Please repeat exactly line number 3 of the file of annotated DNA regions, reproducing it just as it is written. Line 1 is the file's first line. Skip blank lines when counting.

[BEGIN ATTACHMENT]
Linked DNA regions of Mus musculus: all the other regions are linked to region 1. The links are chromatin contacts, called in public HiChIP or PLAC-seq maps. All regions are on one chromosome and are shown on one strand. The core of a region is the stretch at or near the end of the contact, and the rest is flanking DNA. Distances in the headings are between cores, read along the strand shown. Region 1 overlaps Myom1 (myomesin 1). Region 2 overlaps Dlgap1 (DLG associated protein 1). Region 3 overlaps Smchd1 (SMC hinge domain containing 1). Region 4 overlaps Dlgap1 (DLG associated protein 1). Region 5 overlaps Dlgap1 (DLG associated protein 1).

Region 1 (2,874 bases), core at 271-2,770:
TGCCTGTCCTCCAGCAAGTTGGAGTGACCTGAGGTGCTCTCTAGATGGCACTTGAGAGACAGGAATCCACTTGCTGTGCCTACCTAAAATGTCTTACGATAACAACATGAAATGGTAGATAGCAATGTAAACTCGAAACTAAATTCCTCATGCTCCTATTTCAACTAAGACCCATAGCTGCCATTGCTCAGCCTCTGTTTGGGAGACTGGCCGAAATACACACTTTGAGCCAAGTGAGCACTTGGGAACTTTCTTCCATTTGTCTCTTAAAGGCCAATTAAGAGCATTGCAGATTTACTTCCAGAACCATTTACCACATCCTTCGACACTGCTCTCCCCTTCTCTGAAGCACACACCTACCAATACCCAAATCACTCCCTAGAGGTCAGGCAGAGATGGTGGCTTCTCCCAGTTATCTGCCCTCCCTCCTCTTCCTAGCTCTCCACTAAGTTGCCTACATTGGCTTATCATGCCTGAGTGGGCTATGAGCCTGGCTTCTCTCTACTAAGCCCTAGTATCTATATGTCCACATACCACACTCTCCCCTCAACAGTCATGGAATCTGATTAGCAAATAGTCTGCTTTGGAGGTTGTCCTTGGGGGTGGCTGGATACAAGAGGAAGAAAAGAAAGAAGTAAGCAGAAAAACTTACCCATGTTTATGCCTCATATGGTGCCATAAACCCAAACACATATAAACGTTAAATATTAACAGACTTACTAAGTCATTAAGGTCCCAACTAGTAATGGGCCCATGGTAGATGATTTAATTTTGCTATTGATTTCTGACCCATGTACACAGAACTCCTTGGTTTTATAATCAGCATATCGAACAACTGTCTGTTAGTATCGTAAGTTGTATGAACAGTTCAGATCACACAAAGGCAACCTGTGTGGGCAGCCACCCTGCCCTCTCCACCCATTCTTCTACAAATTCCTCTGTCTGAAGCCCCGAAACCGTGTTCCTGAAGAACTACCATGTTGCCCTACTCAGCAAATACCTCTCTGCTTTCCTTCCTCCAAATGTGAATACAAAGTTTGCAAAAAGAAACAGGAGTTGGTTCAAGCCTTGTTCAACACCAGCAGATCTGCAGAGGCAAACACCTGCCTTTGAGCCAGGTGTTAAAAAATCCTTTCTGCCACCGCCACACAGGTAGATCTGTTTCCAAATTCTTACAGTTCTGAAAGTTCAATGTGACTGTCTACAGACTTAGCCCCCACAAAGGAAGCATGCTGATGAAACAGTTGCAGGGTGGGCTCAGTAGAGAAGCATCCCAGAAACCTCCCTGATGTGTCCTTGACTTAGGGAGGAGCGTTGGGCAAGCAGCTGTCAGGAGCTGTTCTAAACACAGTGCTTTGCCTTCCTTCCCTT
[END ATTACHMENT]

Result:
TGCCTGTCCTCCAGCAAGTTGGAGTGACCTGAGGTGCTCTCTAGATGGCACTTGAGAGACAGGAATCCACTTGCTGTGCCTACCTAAAATGTCTTACGATAACAACATGAAATGGTAGATAGCAATGTAAACTCGAAACTAAATTCCTCATGCTCCTATTTCAACTAAGACCCATAGCTGCCATTGCTCAGCCTCTGTTTGGGAGACTGGCCGAAATACACACTTTGAGCCAAGTGAGCACTTGGGAACTTTCTTCCATTTGTCTCTTAAAGGCCAATTAAGAGCATTGCAGATTTACTTCCAGAACCATTTACCACATCCTTCGACACTGCTCTCCCCTTCTCTGAAGCACACACCTACCAATACCCAAATCACTCCCTAGAGGTCAGGCAGAGATGGTGGCTTCTCCCAGTTATCTGCCCTCCCTCCTCTTCCTAGCTCTCCACTAAGTTGCCTACATTGGCTTATCATGCCTGAGTGGGCTATGAGCCTGGCTTCTCTCTACTAAGCCCTAGTATCTATATGTCCACATACCACACTCTCCCCTCAACAGTCATGGAATCTGATTAGCAAATAGTCTGCTTTGGAGGTTGTCCTTGGGGGTGGCTGGATACAAGAGGAAGAAAAGAAAGAAGTAAGCAGAAAAACTTACCCATGTTTATGCCTCATATGGTGCCATAAACCCAAACACATATAAACGTTAAATATTAACAGACTTACTAAGTCATTAAGGTCCCAACTAGTAATGGGCCCATGGTAGATGATTTAATTTTGCTATTGATTTCTGACCCATGTACACAGAACTCCTTGGTTTTATAATCAGCATATCGAACAACTGTCTGTTAGTATCGTAAGTTGTATGAACAGTTCAGATCACACAAAGGCAACCTGTGTGGGCAGCCACCCTGCCCTCTCCACCCATTCTTCTACAAATTCCTCTGTCTGAAGCCCCGAAACCGTGTTCCTGAAGAACTACCATGTTGCCCTACTCAGCAAATACCTCTCTGCTTTCCTTCCTCCAAATGTGAATACAAAGTTTGCAAAAAGAAACAGGAGTTGGTTCAAGCCTTGTTCAACACCAGCAGATCTGCAGAGGCAAACACCTGCCTTTGAGCCAGGTGTTAAAAAATCCTTTCTGCCACCGCCACACAGGTAGATCTGTTTCCAAATTCTTACAGTTCTGAAAGTTCAATGTGACTGTCTACAGACTTAGCCCCCACAAAGGAAGCATGCTGATGAAACAGTTGCAGGGTGGGCTCAGTAGAGAAGCATCCCAGAAACCTCCCTGATGTGTCCTTGACTTAGGGAGGAGCGTTGGGCAAGCAGCTGTCAGGAGCTGTTCTAAACACAGTGCTTTGCCTTCCTTCCCTT